Mayday on Mundy

Date: March 13th 2017

From/To: Alexandria, LA/Mansfield, LA

Daily Mileage: 95 miles

Total Mileage: 790 miles

Conditions: Overcast, cold headwinds, and rain

I don’t mind the rain. It cleans the salt off my face, it cools me down, and most importantly it distracts me from the usual day to day routine on the road.  The rain is something different, it provides that feeling of endurance to push me forward. It’s me, the rain, and the gravel ahead. Something different.

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Todays route from Alexandria, LA to Mansfield, LA.

I woke up this morning to low 40s, and overcast. I had a quick breakfast at the motel and made my way out to the highway. Today was a 100 mile day (or so I thought) and I needed every minute of daylight. I followed Highway 1 the entire way, running along the western bank of the Red River.

Lousiana Highway 1

The day started off like any other, I was shooting for a 50 mile hull before I made a stop in Natchitoches for lunch, that all went according to plan. I made it there, by that point it was already raining, and on top of that I was sweating on the inside of my unventilated raincoat which didn’t help. It was difficult to take breaks because stopping cause my body heat to go down, leaving me in the cold, damp air. Starting after a break only added cold wind to the already cold damp feeling inside of my raincoat. I’m trying to say it wasn’t comfortable, and I thought that would be the worst part of my day.. just wait.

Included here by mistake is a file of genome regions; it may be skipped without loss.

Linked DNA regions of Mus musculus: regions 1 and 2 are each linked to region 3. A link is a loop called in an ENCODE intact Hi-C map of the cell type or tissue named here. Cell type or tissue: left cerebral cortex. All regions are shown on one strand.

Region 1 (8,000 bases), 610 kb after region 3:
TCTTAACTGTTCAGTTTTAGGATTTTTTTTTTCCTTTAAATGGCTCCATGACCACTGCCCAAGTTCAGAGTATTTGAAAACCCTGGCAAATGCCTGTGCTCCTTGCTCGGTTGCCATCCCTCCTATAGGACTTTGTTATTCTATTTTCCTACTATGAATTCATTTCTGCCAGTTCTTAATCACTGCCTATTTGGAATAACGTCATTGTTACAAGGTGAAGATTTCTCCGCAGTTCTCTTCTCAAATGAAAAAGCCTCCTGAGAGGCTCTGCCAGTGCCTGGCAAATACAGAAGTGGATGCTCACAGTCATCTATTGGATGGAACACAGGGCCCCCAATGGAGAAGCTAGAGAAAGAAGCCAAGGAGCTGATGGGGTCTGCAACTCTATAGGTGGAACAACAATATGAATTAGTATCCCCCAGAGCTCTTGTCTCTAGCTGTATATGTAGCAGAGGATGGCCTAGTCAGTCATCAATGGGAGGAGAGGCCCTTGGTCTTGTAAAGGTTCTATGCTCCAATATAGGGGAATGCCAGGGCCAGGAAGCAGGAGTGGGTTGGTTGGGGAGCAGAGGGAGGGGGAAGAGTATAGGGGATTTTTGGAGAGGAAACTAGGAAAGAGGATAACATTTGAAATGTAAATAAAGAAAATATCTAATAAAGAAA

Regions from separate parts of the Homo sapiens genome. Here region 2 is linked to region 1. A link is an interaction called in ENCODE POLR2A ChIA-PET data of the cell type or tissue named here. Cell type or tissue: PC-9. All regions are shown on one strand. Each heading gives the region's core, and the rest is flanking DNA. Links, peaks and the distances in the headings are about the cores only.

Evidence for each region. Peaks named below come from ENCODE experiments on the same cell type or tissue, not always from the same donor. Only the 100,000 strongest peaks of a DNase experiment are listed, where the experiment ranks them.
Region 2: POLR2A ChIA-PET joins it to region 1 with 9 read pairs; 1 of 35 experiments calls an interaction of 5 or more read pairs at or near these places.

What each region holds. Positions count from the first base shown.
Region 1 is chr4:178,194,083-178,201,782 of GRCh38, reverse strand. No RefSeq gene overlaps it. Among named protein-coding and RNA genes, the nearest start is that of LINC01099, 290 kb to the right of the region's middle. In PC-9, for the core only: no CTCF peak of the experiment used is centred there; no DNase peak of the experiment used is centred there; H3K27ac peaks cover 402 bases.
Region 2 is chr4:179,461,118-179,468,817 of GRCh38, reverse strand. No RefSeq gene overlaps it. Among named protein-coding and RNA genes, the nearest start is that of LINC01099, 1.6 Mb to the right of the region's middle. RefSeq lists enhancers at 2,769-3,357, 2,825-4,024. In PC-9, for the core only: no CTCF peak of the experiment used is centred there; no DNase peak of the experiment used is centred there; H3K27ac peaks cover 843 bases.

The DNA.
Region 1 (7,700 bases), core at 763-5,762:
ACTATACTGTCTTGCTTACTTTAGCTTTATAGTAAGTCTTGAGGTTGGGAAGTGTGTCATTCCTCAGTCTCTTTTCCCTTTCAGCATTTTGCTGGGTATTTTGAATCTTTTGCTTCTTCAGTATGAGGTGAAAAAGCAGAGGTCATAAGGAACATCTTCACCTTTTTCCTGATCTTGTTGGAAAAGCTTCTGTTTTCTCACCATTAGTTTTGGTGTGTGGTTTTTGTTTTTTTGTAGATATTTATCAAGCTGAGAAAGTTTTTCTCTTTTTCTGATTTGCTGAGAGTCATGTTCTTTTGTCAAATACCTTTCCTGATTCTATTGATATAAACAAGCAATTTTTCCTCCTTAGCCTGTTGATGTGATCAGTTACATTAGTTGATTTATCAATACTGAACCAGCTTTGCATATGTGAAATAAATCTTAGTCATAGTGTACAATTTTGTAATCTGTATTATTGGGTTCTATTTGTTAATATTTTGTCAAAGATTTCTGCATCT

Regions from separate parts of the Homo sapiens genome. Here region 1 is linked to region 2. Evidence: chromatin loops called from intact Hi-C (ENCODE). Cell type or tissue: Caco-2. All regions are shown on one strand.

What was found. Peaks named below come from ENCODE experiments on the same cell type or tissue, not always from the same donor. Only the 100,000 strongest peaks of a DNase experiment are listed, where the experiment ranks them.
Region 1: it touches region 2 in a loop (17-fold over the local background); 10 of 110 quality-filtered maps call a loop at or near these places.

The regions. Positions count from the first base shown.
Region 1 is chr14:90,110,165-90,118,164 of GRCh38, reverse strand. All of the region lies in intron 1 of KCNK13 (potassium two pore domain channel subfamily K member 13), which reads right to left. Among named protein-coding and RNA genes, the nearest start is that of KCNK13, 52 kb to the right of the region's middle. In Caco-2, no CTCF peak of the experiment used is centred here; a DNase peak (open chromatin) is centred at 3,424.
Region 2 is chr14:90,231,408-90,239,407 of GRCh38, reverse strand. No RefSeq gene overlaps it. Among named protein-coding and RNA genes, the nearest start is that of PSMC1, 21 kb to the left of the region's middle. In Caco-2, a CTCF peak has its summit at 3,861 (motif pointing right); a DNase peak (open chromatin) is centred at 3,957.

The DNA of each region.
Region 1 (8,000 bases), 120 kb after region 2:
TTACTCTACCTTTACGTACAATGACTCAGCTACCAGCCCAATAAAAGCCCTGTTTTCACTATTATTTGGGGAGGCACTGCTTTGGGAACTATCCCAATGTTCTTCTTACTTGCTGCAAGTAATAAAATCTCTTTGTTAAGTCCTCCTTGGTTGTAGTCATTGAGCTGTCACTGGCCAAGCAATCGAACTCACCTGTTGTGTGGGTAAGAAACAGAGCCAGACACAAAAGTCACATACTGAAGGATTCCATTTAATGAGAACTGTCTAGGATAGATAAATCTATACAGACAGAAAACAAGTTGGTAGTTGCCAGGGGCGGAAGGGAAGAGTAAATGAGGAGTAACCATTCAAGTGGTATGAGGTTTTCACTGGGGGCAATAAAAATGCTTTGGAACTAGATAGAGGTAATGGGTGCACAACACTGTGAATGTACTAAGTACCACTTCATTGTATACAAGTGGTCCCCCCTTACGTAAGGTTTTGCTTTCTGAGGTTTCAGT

My lunch break in Natchitoches, drying off my drenched raincoat.
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Waterproofing the back panniers for the rain storm.

About 30 miles out from my expected destination, the rain was pouring and I was beginning to fatigue mentally. I was on a long stretch of road, the wind was blowing strong against me. It seemed like there was some force working against me, working to keep me from progressing through the ride. I don’t know how else to say this, but I wasn’t sure what else I could do; I was towards the point of stopping, and with no other option I let out a loud battle cry (we’ll call it that). I felt a burst of energy, most likely from releasing ,y frustration, and my legs started turning like pistons in an engine. “Right leg left leg right leg left leg” and so on. That went on for about 20 miles, nonstop. I’ve never felt that power before. I can’t tell you what harnessed it but it got me through my seemingly inevitable breakdown.